With its dramatic coastline, bleak moorlands and rolling hills, the picturesque West Country of England has long been popular with filmmakers seeking landscapes filled with both character, and a sense of history.
The counties of Dorset, Devon and Cornwall have featured in films like Barry Lyndon, The French Lieutenant’s Woman and War Horse – not to mention almost every Jane Austen adaptation ever made. They’ve even made appearances in recent big-budget blockbusters including World War Z and Edge of Tomorrow. Coming right up to date, these very English landscapes play a significant part in two new productions – one made for the big screen, and one for the small.
First up is the feature Far from the Madding Crowd, adapted from the Thomas Hardy novel and directed by Thomas Vinterberg for DNA Films. Distributed by Fox Searchlight Pictures, the film tells the tempestuous story of Bathsheba Everdene (Carey Mulligan), and her attempts to juggle three different suitors, in rural 19th century England.
Second is Poldark, a new television adaptation of the classic novels by Winston Graham. The Mammoth production is directed by Edward Bazalgette and Will McGregor, and stars Aidan Turner as Ross Poldark, recently returned to England after fighting in the American Revolution to find his father dead and his inheritance in tatters.
Both productions feature a range of visual effects by two Soho-based companies, designed to enhance the natural landscape and help in the task of whisking viewers back through time to a bygone age.
Watch a Union VFX breakdown reel showing their work on Far from the Madding Crowd:
Far from the Madding Crowd
As sole vendor on Far from the Madding Crowd, Union VFX created visual effects for a number of key scenes, including a burning-barn sequence using a combination of CG and real fire elements, with embers and smoke created using Houdini.
Equally dramatic was a scene in which a flock of sheep is herded over a cliff by a sheepdog. In order to choreograph this complex action, a small group of sheep was photographed leaping over a small drop. Union took these live-action plates and multiplied them many times over to create the illusion of the entire flock in free-fall. Similar replication techniques were used to enhance additional harvest and snow scenes.
Tim Caplan, Union’s co-founder and lead VFX producer on the film, commented, “It was inspiring to work in Dorset – such a beautiful part of the world – and re-imagine it as it was at the turn of the 20th century. It was also a privilege to work with one of the film industry’s most exciting directors in Thomas Vinterberg. And the project itself was an exciting challenge. The big fire sequence, for example, came with a host of logistical, and health and safety restrictions. We had to work out how to keep that sense of real jeopardy and authenticity in the picture – but without of course endangering any of the cast or crew. Far From The Madding Crowd has been a fascinating experience and we are hugely proud to have been a part of it.”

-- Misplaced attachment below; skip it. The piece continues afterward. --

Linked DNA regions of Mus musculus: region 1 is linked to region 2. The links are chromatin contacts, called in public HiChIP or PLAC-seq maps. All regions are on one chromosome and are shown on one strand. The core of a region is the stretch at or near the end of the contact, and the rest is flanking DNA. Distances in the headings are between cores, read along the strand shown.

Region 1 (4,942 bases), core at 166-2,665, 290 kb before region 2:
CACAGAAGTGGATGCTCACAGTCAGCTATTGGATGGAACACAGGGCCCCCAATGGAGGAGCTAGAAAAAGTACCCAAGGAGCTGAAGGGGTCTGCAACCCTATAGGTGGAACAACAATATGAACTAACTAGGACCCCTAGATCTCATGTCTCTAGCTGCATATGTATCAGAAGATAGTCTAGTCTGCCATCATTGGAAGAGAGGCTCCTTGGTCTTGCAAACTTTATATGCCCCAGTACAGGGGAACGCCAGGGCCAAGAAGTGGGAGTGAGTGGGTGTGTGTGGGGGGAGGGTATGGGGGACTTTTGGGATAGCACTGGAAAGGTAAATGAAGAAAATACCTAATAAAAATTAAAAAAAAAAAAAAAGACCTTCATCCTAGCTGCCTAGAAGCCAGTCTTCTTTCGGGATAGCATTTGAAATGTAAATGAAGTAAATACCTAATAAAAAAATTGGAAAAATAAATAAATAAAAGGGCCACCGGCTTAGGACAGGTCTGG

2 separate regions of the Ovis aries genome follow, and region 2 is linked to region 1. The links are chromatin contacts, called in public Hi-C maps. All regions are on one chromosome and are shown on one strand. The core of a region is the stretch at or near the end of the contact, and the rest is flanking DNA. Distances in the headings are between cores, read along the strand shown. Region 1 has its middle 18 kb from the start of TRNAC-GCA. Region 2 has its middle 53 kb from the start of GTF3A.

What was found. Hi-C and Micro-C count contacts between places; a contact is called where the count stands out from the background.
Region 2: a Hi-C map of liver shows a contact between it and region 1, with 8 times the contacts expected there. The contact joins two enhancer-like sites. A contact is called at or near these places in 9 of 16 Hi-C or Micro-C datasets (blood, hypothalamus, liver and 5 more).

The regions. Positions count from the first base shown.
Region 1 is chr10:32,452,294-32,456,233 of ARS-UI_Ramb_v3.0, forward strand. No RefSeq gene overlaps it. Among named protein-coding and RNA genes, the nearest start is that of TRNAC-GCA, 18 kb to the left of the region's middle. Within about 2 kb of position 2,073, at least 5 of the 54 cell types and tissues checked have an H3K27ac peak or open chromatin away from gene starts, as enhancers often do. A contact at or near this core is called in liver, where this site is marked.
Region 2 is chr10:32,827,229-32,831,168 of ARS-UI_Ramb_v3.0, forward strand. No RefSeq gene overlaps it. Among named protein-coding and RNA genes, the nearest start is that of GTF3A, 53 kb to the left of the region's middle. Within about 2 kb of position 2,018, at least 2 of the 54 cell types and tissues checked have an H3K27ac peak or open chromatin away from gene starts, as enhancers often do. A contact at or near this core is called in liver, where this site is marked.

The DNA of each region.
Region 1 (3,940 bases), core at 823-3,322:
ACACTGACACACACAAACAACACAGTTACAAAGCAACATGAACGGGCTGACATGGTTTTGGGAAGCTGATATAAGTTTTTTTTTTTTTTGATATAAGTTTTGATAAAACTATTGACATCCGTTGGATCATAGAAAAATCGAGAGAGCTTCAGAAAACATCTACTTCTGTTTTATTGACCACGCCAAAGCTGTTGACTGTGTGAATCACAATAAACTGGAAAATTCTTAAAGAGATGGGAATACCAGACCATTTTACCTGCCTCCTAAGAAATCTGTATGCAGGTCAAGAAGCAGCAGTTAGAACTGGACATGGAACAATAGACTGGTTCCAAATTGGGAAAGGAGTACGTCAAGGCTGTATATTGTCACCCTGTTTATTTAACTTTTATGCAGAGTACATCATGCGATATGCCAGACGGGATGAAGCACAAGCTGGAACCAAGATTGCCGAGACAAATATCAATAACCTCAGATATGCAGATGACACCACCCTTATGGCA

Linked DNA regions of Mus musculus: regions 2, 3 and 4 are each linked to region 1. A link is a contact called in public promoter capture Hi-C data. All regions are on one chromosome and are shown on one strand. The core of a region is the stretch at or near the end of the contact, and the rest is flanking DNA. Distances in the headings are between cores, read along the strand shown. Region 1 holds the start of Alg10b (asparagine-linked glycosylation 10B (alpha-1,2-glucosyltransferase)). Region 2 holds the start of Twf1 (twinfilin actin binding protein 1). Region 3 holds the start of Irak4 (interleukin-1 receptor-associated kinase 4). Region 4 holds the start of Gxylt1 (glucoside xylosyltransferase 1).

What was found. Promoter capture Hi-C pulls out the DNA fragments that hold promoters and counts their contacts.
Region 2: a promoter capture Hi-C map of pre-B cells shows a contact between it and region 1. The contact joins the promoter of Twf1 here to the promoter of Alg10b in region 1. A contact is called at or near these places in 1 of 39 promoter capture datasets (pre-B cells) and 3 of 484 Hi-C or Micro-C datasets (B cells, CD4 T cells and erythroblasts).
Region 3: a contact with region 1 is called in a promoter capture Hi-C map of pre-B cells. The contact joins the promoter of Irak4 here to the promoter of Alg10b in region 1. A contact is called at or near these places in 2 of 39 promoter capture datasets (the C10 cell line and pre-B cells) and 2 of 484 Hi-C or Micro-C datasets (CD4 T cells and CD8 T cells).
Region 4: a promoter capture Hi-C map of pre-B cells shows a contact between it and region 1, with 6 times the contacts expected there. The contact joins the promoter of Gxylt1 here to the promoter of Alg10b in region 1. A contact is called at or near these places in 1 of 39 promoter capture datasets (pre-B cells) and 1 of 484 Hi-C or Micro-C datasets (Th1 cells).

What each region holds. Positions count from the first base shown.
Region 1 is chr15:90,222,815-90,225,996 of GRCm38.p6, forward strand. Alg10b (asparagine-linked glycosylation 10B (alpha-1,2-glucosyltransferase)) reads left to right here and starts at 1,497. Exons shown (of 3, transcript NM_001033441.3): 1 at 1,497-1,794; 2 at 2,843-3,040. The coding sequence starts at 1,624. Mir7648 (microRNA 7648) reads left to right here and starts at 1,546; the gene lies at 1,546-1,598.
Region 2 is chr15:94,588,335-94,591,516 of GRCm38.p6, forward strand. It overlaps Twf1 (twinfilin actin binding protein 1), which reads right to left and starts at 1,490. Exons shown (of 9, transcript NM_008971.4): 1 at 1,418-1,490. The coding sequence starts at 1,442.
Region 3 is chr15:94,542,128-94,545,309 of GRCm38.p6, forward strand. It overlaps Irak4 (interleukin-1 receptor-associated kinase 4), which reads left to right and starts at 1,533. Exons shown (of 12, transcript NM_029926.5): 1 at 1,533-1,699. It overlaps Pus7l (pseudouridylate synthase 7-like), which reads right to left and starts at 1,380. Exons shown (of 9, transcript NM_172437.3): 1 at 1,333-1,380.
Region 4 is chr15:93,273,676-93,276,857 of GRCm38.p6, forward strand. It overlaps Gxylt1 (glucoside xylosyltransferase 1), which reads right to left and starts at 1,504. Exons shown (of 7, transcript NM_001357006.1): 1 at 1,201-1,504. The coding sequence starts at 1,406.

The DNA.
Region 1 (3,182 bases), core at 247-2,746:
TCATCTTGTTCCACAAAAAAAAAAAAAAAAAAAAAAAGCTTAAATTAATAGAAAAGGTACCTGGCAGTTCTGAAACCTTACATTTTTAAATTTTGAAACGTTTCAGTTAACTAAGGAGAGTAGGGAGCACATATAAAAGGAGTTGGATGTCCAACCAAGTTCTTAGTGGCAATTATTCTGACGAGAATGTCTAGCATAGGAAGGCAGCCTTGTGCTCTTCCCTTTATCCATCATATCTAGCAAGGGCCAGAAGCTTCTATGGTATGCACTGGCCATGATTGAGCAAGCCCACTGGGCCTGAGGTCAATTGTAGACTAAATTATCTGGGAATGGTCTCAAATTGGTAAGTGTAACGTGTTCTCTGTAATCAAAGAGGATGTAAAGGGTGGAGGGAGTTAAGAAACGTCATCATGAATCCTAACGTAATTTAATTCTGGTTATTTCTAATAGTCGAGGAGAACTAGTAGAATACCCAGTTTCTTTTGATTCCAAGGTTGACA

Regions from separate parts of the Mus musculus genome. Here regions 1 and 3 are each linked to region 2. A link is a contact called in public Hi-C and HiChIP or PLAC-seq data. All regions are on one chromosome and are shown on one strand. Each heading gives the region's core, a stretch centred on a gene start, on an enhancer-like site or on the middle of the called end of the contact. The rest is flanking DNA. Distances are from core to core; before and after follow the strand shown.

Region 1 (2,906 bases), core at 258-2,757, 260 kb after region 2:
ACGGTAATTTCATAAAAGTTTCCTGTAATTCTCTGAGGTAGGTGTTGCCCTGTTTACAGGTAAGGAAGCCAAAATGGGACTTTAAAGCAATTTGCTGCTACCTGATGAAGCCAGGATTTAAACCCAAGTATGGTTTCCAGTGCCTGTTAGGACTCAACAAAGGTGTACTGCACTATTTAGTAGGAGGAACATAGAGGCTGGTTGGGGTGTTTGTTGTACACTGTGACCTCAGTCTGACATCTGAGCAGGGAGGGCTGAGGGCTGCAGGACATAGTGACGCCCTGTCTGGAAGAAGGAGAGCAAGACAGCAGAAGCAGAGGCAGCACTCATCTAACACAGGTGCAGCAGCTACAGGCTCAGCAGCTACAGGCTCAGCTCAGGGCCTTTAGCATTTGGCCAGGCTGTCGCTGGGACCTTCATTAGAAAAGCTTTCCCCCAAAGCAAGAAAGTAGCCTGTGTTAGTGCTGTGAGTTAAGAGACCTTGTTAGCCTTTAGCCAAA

Watch a trailer for Far from the Madding Crowd:
Visual effects for Poldark were supervised by Alexis Haggar, and include a number of set extensions and digital matte paintings created by Lexhag VFX.
One of the major challenges facing the production was the re-creation of the 18th century Cornish tin mining insdustry. While some mining architecture still survives in the region, much of it is in ruins. The task of restoring it to full working order therefore fell to the Lexhag team.
The first step towards building a digital tin mine involved a detailed 3D scan of the location. “All of the major set extensions were started with a LiDAR scan,” Haggar explained. “For Wheal Leisure – Ross Poldark’s mine – the art department built the lower areas around an existing mine on the Cornish coast and we took over for the higher elements, such as the roof structure and windows. Grambler, the large mine set into the hillside, was a combination of digital matte painting and 3D elements all composited in Fusion Studio.”
Visual effects artist Ken Turner elaborated, “All the 3D elements were rendered as .exr files and brought into Fusion to relight and grade. The .exr files handle multiple light passes, and masks for all of the separate elements, which gives you a lot of control for interactive adjustments in Fusion. Once the still frame was close to the finished article, I then took it into Photoshop for a final paint, breaking up the clean CG edges with grime and rock before taking it back into Fusion where I added people, smoke, grain, lens aberrations and lots of little tweaks to make the still matte painting come to life.”
Commenting on the demands of television production timescales, Haggar concluded, “Speed is the key for us. Keeping your creativity alive while compositing has always been a challenge. Waiting for elements to render or playback is always frustrating. Fusion provides the best of both worlds: fast compositing or high accuracy “pixel pushing” for absolute perfection.”
Special thanks to Stephanie Hueter and Cheryl Clarke.